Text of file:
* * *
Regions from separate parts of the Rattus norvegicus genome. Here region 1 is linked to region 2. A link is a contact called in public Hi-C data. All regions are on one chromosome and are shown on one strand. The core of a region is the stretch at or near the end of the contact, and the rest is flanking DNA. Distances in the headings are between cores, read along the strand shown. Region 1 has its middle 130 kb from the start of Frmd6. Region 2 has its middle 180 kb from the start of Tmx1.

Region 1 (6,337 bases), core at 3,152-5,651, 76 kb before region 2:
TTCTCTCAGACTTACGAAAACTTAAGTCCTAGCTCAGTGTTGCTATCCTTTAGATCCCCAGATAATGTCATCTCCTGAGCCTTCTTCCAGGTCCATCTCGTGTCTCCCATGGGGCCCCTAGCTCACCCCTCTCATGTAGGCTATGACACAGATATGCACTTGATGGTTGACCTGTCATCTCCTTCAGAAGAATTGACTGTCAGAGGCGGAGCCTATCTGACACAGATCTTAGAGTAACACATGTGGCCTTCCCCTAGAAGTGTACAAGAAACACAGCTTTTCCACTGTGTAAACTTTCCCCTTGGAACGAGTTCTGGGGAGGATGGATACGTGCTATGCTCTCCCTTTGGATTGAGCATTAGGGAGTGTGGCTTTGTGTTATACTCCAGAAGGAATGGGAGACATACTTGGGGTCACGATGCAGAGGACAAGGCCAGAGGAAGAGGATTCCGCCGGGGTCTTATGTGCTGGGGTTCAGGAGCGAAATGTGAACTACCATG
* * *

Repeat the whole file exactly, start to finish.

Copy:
Regions from separate parts of the Rattus norvegicus genome. Here region 1 is linked to region 2. A link is a contact called in public Hi-C data. All regions are on one chromosome and are shown on one strand. The core of a region is the stretch at or near the end of the contact, and the rest is flanking DNA. Distances in the headings are between cores, read along the strand shown. Region 1 has its middle 130 kb from the start of Frmd6. Region 2 has its middle 180 kb from the start of Tmx1.

Region 1 (6,337 bases), core at 3,152-5,651, 76 kb before region 2:
TTCTCTCAGACTTACGAAAACTTAAGTCCTAGCTCAGTGTTGCTATCCTTTAGATCCCCAGATAATGTCATCTCCTGAGCCTTCTTCCAGGTCCATCTCGTGTCTCCCATGGGGCCCCTAGCTCACCCCTCTCATGTAGGCTATGACACAGATATGCACTTGATGGTTGACCTGTCATCTCCTTCAGAAGAATTGACTGTCAGAGGCGGAGCCTATCTGACACAGATCTTAGAGTAACACATGTGGCCTTCCCCTAGAAGTGTACAAGAAACACAGCTTTTCCACTGTGTAAACTTTCCCCTTGGAACGAGTTCTGGGGAGGATGGATACGTGCTATGCTCTCCCTTTGGATTGAGCATTAGGGAGTGTGGCTTTGTGTTATACTCCAGAAGGAATGGGAGACATACTTGGGGTCACGATGCAGAGGACAAGGCCAGAGGAAGAGGATTCCGCCGGGGTCTTATGTGCTGGGGTTCAGGAGCGAAATGTGAACTACCATG